Joe Pritchard

From Wikipedia, the free encyclopedia
Jump to: navigation, search
For the fictional character from the TV series, Shameless, see List of past Shameless characters#Joe Pritchard. For the footballer, see Joe Pritchard (footballer).
Joe Pritchard
Sport(s) Football
Biographical details
Born (1886-05-15)May 15, 1886
Sharon, Mississippi, U.S.
Died July 14, 1947(1947-07-14) (aged 61)
Sunflower County, Mississippi, U.S.
Playing career
1904–1906 Vanderbilt
Position(s) Tackle
Coaching career (HC unless noted)
1909 LSU
Head coaching record
Overall 4–1
Statistics
Accomplishments and honors
Awards
2x All-Southern (1905, 1906)
1912 All-time Vandy 1st team

Joseph Gibson "Beersheba" Pritchard (May 15, 1886 – July 14, 1947) was an American football player and coach. Pritchard played for the Vanderbilt Commodores of Vanderbilt University. He was selected All-Southern in 1905 and 1906.[1] He stood 6 foot 2 inches and weighed 185 pounds.[2] Pritchard served as the head coach at Louisiana State University for part of one season in 1909, compiling a record is 4–1. He graduated from Vanderbilt in 1906 with a dental degree (DDS). A member of the Phi Delta Theta fraternity,[3] he was later a Presbyterian dental missionary at Luebo in the Congo until he was forced to return to the United States due to poor health sometime before 1915.[4]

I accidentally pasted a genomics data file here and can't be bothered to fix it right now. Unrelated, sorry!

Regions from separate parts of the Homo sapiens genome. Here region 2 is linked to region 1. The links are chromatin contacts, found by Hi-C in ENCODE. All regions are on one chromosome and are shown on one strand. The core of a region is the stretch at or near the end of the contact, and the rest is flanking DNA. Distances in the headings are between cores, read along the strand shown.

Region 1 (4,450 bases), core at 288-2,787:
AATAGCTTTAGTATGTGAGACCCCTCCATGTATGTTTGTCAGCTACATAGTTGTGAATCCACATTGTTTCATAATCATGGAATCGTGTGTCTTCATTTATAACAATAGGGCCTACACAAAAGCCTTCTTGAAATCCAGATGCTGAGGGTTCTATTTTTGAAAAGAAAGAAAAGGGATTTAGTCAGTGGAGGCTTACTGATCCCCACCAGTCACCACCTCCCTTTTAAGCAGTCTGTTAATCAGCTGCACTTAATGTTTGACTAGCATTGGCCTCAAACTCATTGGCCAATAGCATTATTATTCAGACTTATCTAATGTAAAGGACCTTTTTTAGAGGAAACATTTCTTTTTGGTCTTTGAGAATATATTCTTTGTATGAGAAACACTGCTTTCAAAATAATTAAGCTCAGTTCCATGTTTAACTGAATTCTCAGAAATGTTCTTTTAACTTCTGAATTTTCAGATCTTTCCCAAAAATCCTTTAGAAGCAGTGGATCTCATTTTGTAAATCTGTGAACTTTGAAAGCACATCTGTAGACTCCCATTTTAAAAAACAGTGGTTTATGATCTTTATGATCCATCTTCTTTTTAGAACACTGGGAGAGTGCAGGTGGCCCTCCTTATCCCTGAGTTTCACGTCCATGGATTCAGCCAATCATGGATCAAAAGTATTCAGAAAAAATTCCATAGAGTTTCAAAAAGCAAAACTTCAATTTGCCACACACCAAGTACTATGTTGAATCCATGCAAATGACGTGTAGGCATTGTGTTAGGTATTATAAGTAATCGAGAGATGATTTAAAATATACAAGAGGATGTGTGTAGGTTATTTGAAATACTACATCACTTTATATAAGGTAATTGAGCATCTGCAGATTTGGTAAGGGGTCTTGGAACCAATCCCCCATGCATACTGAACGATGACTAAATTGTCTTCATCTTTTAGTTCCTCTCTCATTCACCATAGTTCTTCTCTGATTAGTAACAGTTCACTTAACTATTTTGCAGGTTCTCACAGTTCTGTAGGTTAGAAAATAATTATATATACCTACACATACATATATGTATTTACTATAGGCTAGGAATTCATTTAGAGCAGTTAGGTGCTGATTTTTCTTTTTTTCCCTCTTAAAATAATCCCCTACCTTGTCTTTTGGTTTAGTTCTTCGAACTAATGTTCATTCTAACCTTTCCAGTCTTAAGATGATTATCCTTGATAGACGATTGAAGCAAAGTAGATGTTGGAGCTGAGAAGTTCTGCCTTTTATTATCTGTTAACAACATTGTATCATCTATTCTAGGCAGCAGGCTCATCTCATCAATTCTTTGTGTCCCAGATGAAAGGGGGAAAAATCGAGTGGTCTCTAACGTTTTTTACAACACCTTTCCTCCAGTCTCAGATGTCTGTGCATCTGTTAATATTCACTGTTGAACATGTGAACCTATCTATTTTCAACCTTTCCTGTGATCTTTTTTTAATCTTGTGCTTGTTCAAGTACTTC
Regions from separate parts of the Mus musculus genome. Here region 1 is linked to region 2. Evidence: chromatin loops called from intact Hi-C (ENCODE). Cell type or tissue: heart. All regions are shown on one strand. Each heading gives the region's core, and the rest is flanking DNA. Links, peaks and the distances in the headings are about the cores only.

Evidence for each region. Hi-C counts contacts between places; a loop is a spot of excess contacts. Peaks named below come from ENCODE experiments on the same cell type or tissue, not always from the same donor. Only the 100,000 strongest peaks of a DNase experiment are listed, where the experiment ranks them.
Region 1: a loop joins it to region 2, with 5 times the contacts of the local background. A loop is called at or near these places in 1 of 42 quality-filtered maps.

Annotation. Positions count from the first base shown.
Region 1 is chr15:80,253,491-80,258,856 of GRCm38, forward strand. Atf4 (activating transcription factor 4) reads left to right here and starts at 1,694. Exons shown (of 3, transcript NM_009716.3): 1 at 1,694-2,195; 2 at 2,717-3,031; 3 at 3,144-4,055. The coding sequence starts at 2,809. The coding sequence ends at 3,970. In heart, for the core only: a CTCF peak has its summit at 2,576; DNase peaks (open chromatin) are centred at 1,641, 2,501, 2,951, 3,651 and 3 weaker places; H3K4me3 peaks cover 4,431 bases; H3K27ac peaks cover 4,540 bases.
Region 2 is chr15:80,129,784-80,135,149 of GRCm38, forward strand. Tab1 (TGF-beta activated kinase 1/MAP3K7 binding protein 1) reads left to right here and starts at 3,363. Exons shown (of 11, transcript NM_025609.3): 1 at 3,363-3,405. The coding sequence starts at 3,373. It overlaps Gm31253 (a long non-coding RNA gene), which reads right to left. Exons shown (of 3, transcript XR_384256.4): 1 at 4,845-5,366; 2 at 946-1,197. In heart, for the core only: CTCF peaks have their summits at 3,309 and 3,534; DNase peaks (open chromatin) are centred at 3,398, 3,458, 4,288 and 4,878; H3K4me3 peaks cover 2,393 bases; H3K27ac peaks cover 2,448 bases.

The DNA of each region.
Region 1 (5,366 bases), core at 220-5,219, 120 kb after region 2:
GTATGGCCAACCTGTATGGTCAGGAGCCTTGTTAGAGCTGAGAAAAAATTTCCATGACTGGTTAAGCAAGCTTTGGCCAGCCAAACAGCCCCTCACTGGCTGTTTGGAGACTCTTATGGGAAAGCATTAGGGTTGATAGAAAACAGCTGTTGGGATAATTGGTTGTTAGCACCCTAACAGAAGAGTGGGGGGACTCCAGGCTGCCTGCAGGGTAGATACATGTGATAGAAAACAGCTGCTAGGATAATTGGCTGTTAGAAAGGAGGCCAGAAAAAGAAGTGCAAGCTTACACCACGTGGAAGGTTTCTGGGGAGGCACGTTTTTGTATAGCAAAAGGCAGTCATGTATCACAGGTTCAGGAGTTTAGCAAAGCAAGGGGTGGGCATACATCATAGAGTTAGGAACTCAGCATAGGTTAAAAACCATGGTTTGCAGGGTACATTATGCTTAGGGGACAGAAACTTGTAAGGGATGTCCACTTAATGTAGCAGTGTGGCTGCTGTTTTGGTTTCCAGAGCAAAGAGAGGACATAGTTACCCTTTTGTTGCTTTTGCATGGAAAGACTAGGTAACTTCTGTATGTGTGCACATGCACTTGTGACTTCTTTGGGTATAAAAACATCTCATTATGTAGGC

In 1912, Pritchard married Annie Milicent Landrey of Jeanerette, Louisiana.[5]

Head coaching record[edit]

Year Team Overall Conference Standing Bowl/playoffs
LSU Tigers (Southern Intercollegiate Athletic Association) (1909)
1909 LSU 4–1* 2–1*
LSU: 4–1 2–1 *Last 3 games were coached by John W. Mayhew.
Total: 4–1

References[edit]

  1. ^ e.g. "Surprises The Rule During Past Season". The Atlanta Constitution. December 2, 1906. 
  2. ^ "The Football Season of 1904". Vanderbilt University Quarterly 5: 62–69. 
  3. ^ http://www.mocavo.ca/The-Catalogue-of-the-Phi-Delta-Theta-Fraternity-3/676575/38
  4. ^ Vanderbilt University (1915). "Faculty-Senior Dinner, Maxwell House, April 16, 1915". Vanderbilt University Quarterly 15: 108–112. 
  5. ^ [1]

External links[edit]